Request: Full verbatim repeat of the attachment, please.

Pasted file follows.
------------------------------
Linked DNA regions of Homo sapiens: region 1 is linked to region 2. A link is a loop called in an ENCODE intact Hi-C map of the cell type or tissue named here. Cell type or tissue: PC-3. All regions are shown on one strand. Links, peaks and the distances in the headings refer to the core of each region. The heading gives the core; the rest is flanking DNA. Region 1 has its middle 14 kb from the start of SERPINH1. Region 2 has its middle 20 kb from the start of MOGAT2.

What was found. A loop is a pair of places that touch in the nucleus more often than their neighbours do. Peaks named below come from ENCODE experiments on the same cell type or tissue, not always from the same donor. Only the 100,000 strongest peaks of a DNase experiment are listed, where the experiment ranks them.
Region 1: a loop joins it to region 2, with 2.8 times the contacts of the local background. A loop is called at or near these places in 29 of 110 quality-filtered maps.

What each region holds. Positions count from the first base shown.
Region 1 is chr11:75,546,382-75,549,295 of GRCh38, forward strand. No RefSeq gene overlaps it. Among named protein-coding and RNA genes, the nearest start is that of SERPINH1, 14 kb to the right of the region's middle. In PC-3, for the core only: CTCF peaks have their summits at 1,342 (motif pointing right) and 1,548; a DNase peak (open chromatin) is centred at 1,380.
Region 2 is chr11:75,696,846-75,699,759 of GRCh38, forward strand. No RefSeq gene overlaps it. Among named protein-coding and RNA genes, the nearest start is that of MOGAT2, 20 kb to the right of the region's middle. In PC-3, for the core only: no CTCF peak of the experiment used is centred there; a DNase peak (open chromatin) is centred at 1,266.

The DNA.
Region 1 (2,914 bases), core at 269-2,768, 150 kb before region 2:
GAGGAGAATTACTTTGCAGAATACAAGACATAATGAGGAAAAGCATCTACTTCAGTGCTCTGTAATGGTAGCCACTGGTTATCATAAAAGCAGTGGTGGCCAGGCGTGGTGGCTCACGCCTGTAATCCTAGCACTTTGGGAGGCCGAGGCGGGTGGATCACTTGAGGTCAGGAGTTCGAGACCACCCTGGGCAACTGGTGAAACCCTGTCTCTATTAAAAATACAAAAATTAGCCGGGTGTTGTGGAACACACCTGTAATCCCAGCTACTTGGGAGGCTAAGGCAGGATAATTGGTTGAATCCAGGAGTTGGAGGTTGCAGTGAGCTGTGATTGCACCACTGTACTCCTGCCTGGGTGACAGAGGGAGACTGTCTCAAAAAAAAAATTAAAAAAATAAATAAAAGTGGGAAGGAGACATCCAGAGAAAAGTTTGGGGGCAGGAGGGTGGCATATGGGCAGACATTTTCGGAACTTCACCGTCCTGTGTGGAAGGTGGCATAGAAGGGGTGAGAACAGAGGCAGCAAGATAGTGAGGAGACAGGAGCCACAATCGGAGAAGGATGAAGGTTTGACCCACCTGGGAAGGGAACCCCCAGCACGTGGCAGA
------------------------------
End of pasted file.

Linked DNA regions of Homo sapiens: region 1 is linked to region 2. A link is a loop called in an ENCODE intact Hi-C map of the cell type or tissue named here. Cell type or tissue: PC-3. All regions are shown on one strand. Links, peaks and the distances in the headings refer to the core of each region. The heading gives the core; the rest is flanking DNA. Region 1 has its middle 14 kb from the start of SERPINH1. Region 2 has its middle 20 kb from the start of MOGAT2.

What was found. A loop is a pair of places that touch in the nucleus more often than their neighbours do. Peaks named below come from ENCODE experiments on the same cell type or tissue, not always from the same donor. Only the 100,000 strongest peaks of a DNase experiment are listed, where the experiment ranks them.
Region 1: a loop joins it to region 2, with 2.8 times the contacts of the local background. A loop is called at or near these places in 29 of 110 quality-filtered maps.

What each region holds. Positions count from the first base shown.
Region 1 is chr11:75,546,382-75,549,295 of GRCh38, forward strand. No RefSeq gene overlaps it. Among named protein-coding and RNA genes, the nearest start is that of SERPINH1, 14 kb to the right of the region's middle. In PC-3, for the core only: CTCF peaks have their summits at 1,342 (motif pointing right) and 1,548; a DNase peak (open chromatin) is centred at 1,380.
Region 2 is chr11:75,696,846-75,699,759 of GRCh38, forward strand. No RefSeq gene overlaps it. Among named protein-coding and RNA genes, the nearest start is that of MOGAT2, 20 kb to the right of the region's middle. In PC-3, for the core only: no CTCF peak of the experiment used is centred there; a DNase peak (open chromatin) is centred at 1,266.

The DNA.
Region 1 (2,914 bases), core at 269-2,768, 150 kb before region 2:
GAGGAGAATTACTTTGCAGAATACAAGACATAATGAGGAAAAGCATCTACTTCAGTGCTCTGTAATGGTAGCCACTGGTTATCATAAAAGCAGTGGTGGCCAGGCGTGGTGGCTCACGCCTGTAATCCTAGCACTTTGGGAGGCCGAGGCGGGTGGATCACTTGAGGTCAGGAGTTCGAGACCACCCTGGGCAACTGGTGAAACCCTGTCTCTATTAAAAATACAAAAATTAGCCGGGTGTTGTGGAACACACCTGTAATCCCAGCTACTTGGGAGGCTAAGGCAGGATAATTGGTTGAATCCAGGAGTTGGAGGTTGCAGTGAGCTGTGATTGCACCACTGTACTCCTGCCTGGGTGACAGAGGGAGACTGTCTCAAAAAAAAAATTAAAAAAATAAATAAAAGTGGGAAGGAGACATCCAGAGAAAAGTTTGGGGGCAGGAGGGTGGCATATGGGCAGACATTTTCGGAACTTCACCGTCCTGTGTGGAAGGTGGCATAGAAGGGGTGAGAACAGAGGCAGCAAGATAGTGAGGAGACAGGAGCCACAATCGGAGAAGGATGAAGGTTTGACCCACCTGGGAAGGGAACCCCCAGCACGTGGCAGA